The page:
Rod Taylor headlines this 1960-61 series as a newsman who is stationed in Hong Kong. Taylor is constantly in trouble with various shady types who are always involving him in their troubles. It usually takes several round of fisticuffs, a dead body or two and a gun battle before things get settled. This is the 17th episode.
This one opens in a Hong Kong casino with Barney Philips counting up his winnings for the evening, $50,000. With him is, Antoinette Bower and Dean Hearns. Hearns is a down on his luck business type. He makes money by bringing visiting tourists to the casino to be fleeced. He gets a cut of the casino winnings. The problem tonight is that the mark won.
Bower, the ex of Hearns was there for window dressing. She knows nothing of Hearans' deal with the casino. When Hearns attempts to get Bower to help him keep Philips at the casino, she refuses. Hearns gives her a sharp slap which has Philips rushing to her defence. Hearns give Philips a quick one, two and floors him. He then storms off. Bower has already left the casino.
Philips, once he has recovered, heads out into the night to grab a cab. A man, James Hong, steps out of the shadows and knifes Philips in the stomach. Hong is interrupted by a passerby before he can pilfer the dead man's wallet. He fades back into the night before his face is seen. The Police are summoned and Hong Kong Police Inspector, Lloyd Bochner is soon on the scene.
Bochner looks about the area and calls in Detective Michael David to head the case. David has just returned to duty after a suspension for brutality. Bochner warns David to tow the line, or he is off the force. Of course Dean Hearns is the number one suspect. David pays Hearns a call at his apartment. Hearns denies knowing anything about the murder. He then makes the error of throwing a punch at the volatile David. David's response is a fist to the side of Hearns' head. Hearns stumbles backwards and cracks his skull open on the wall. He is dead.
Once David cools off, he stuffs the body in a handy closet, then returns to headquarters. He tells Bochner that he could not find Hearns at his apartment. Bochner has him go back and watch the flat in case Hearns does return. David returns to the apartment and carts Hearns out past the sleeping doorman and dumps the body in his car. Now it is off to the dock where he dumps the stiff in the drink. Then, quickly back to Hearns' to clean up any unneeded mess.
David now takes a hat and trench-coat from the dead man's closet. He calls a cab, pulls the hat down to cover his face and exits making sure he wakes the dozing doorman. He takes the cab to the train station and buys a ticket out of town. David figures he has laid a pretty good false trail.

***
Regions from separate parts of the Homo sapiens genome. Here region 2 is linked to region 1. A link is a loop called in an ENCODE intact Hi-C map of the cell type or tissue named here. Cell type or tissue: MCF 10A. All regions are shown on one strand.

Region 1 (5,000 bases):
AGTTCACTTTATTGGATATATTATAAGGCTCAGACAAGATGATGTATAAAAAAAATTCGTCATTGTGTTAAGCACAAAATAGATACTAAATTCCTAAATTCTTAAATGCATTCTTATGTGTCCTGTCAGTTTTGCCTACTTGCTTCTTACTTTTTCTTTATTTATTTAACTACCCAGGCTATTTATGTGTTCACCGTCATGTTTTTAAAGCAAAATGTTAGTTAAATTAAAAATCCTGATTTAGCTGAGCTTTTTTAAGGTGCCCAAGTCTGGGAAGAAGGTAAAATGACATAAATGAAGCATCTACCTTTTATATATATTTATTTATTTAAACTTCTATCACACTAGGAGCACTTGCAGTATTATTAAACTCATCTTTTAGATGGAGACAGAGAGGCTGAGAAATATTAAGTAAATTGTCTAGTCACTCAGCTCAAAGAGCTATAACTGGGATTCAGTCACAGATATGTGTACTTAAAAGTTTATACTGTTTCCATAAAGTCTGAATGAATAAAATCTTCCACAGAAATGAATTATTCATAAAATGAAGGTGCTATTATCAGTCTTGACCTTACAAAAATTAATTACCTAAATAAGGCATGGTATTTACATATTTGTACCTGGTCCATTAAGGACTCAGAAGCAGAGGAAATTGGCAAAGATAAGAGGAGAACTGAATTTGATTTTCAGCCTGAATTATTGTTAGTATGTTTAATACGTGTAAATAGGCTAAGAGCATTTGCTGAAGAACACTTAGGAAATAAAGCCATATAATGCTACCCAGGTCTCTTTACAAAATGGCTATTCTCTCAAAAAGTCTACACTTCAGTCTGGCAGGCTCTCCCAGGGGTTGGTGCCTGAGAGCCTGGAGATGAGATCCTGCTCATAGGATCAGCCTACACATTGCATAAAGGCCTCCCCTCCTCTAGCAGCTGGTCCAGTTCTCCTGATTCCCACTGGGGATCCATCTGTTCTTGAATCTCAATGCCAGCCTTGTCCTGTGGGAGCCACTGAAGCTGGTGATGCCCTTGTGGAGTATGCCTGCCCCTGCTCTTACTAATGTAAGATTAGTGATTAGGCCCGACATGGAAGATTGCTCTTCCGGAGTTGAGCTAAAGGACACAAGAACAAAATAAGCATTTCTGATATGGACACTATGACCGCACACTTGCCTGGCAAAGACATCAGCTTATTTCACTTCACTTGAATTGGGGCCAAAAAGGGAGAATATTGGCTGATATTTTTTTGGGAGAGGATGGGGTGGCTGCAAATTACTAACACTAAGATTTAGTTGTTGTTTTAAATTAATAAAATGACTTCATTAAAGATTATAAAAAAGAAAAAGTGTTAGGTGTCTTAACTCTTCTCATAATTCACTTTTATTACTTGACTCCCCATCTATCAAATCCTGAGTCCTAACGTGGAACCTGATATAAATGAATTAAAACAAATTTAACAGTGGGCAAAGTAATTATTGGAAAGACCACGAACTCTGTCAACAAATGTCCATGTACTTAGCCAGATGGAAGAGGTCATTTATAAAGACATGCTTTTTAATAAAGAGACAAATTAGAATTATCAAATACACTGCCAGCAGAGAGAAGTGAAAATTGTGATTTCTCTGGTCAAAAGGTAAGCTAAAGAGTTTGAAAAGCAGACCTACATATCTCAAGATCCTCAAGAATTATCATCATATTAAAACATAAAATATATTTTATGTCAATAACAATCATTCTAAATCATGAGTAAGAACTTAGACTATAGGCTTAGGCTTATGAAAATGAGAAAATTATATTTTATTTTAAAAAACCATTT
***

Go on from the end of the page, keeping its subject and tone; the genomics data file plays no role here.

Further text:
The stiff though is soon discovered. The Police interview the ex, Bower and her father Liam Redmond. Redmond always disliked Hearns and has been heard threatening him. Inspector Bochner suggests that the last incident at the casino set Redmond off. Detective David of course steers the case in this direction, planting evidence at Redmond's home.
David however overplays his hand and Bochner soon sees through David's moves. He calls David on the matter, but David asks Bochner what evidence does he have? Nothing concrete Bochner admits. David smiles and returns to his office. This convinces Bochner that David is definitely guilty of Hearns' killing.
Bochner calls in an actress he knows, Maria McClay, and asks for her help. Later that evening, McClay pays a visit to David at his apartment. She tells David that she is the maid at the Redmond household. McClay informs David that she wants $1,000 from him. David asks her why he should pay her anything. Mclay answers, "I saw you hide evidence at the house. I think $1,000 is a small price to pay for my silence."
David does not take kindly to this idea and goes for McClay's throat. Of course Bochner and the boys in blue are handy and quickly put the grab on David.
Series headliner, Rod Taylor, is only on screen for the start and finish of the episode.
This entertaining episode is based on the novel Night Cry by William L. Stuart. Stuart also wrote the novel, Where the Sidewalk Ends which was turned into a first rate film-noir.
Long time television man, Walter Doniger is at the directing controls. Doniger was nominated for a Golden Globe for writing the screenplay for the film-noir, ROPE OF SAND.
The cinematography of this series is very good with various Oscar nominated and winner types handling the lensing duties. This particular episode has the one time Oscar nominated Frank V. Philips at the wheel. (b/w)
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